Husain Haqqani is the former Ambassador of Pakistan to Sri Lanka (1992–1993) and the United States (2008–2011). He is currently Senior Fellow and Director for South and Central Asia at the Hudson Institute and co-edits the journal ‘Current Trends in Islamist Ideology’ published by Hudson Institute’s Center for Islam, Democracy and Future of the Muslim World. Ambassador Haqqani is also Director of the Center of International Relations, and Professor of the Practice of International Relations at Boston University.
Media & Appearances
India has rejected the politics of loyalty and legacy. Can Pakistan move on too?
In his book, The Political Brain: The Role of Emotion in Deciding the Fate of the Nation, American political psychologist Drew Westen argues that feelings trump cold analysis in the making of political choices. What, then, was the dominant sentiment that resulted in the massive mandate for Narendra Modi and the Bharatiya Janata Party in India’s latest general election?
As an India-friendly Pakistani currently living in exile in the US, I observed the Indian election through the media as well as the eyes of many Indian friends. That, admittedly, does not qualify me as an authority on Indian politics. But as Benazir Bhutto used to say “There is a bit of India in every Pakistani and there is an element of Pakistan in every Indian.”
Pakistan’s democrats admire Indian democracy and have always done so, even at the risk of being accused of being pro-Indian by the country’s military-dominated establishment.
WASHINGTON — The meeting between President Obama and Prime Minister Nawaz Sharif at the White House on Wednesday is the most recent attempt by American and Pakistani leaders to reset a fraught relationship.
Husain Haqqani, Pakistan’s former ambassador to Washington, has documented that legacy of mistrust in a new book, “Magnificent Delusions” (Public Affairs, Nov. 5). Mr. Haqqani, a former adviser to Mr. Sharif who now teaches at Boston University, was a victim of those toxic ties, forced out in 2011 amid allegations, which he denies, that he sought American help to rein in the Pakistani military.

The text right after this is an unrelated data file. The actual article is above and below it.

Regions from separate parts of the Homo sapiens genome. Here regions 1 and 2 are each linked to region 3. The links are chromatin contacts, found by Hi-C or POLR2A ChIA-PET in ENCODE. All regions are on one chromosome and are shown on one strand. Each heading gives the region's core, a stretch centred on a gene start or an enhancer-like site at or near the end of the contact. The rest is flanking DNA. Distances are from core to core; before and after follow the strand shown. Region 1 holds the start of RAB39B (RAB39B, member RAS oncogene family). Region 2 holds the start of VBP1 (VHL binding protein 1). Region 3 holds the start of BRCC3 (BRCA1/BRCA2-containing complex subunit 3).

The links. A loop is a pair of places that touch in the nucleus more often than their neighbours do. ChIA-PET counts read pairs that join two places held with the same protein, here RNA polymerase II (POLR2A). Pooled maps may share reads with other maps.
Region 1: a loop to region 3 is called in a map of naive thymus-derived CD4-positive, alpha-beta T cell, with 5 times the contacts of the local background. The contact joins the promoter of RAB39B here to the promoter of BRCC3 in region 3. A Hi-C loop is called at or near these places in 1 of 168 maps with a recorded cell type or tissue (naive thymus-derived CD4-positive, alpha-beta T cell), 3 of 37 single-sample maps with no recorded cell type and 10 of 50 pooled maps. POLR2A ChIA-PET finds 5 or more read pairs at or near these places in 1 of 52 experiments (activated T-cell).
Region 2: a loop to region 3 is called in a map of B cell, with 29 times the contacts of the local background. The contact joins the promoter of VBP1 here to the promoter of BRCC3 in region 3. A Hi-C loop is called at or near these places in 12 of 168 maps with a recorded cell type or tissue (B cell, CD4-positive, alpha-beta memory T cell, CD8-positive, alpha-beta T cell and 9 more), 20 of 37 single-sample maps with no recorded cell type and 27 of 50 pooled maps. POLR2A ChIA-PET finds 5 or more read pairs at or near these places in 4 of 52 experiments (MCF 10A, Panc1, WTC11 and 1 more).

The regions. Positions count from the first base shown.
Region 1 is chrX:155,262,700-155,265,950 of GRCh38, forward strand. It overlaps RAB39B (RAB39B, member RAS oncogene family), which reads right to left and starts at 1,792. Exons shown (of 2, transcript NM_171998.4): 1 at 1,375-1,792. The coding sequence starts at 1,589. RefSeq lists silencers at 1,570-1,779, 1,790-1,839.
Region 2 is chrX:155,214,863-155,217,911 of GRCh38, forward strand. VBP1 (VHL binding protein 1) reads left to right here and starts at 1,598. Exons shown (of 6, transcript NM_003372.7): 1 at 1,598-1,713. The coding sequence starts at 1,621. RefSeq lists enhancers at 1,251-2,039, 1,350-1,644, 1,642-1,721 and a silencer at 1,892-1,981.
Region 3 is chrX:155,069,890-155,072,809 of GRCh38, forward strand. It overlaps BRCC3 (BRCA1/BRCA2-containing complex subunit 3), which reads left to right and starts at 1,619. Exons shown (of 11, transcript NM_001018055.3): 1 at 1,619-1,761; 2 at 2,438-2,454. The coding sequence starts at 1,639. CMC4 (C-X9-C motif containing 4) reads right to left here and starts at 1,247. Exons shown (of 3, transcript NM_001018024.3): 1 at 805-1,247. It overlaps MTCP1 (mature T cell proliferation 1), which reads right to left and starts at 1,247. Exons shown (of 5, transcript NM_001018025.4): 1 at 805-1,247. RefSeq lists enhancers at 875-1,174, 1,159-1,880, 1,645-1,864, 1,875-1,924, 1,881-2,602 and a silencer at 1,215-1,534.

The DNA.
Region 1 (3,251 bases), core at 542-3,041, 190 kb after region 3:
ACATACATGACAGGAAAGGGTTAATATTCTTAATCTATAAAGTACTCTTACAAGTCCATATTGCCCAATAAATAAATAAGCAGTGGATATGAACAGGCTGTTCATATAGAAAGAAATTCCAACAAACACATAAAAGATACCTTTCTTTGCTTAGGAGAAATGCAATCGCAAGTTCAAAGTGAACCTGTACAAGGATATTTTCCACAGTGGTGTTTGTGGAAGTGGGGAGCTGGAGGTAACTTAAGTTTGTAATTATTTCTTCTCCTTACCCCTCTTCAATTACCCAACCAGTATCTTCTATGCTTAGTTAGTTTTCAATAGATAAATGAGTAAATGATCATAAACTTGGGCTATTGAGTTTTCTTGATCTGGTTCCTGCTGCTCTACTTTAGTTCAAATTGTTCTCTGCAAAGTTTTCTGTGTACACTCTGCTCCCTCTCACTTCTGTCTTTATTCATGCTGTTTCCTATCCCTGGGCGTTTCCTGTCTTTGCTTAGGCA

Although Malala Yusufzai did not win the Nobel Peace Prize, the mere fact that a 16 year old was seriously considered for the honor is significant. Such global attention for a teenager would be cause for national celebration in almost any country of the world. Not in bitterly divided, conspiracy theory-prone Pakistan.
He may be a figurehead, but the president who is elected today is worth keeping an eye on for signs of where Pakistan is going.
Pakistan will elect a new figurehead president Tuesday, completing the first successful transition in the country’s history from one elected civilian government to another. The man widely expected to win the election, Mamnoon Hussain, is a virtually unknown member of the conservative Pakistan Muslim League (PML-N), the political party led by Prime Minister Nawaz Sharif, which returned to office in legislative elections held in May. Sharif will now control all constitutional levers of power.
Governing Pakistan and addressing its myriad problems, including the continuing menace of terrorism, will be no easier for Sharif than for his predecessors.
In May Pakistan’s electorate voted largely along ethnic lines. Sharif’s majority is derived primarily from support in Punjab, Pakistan’s most populous province, which is home to an overpowering majority of the country’s soldiers, civil servants, journalists, and judges.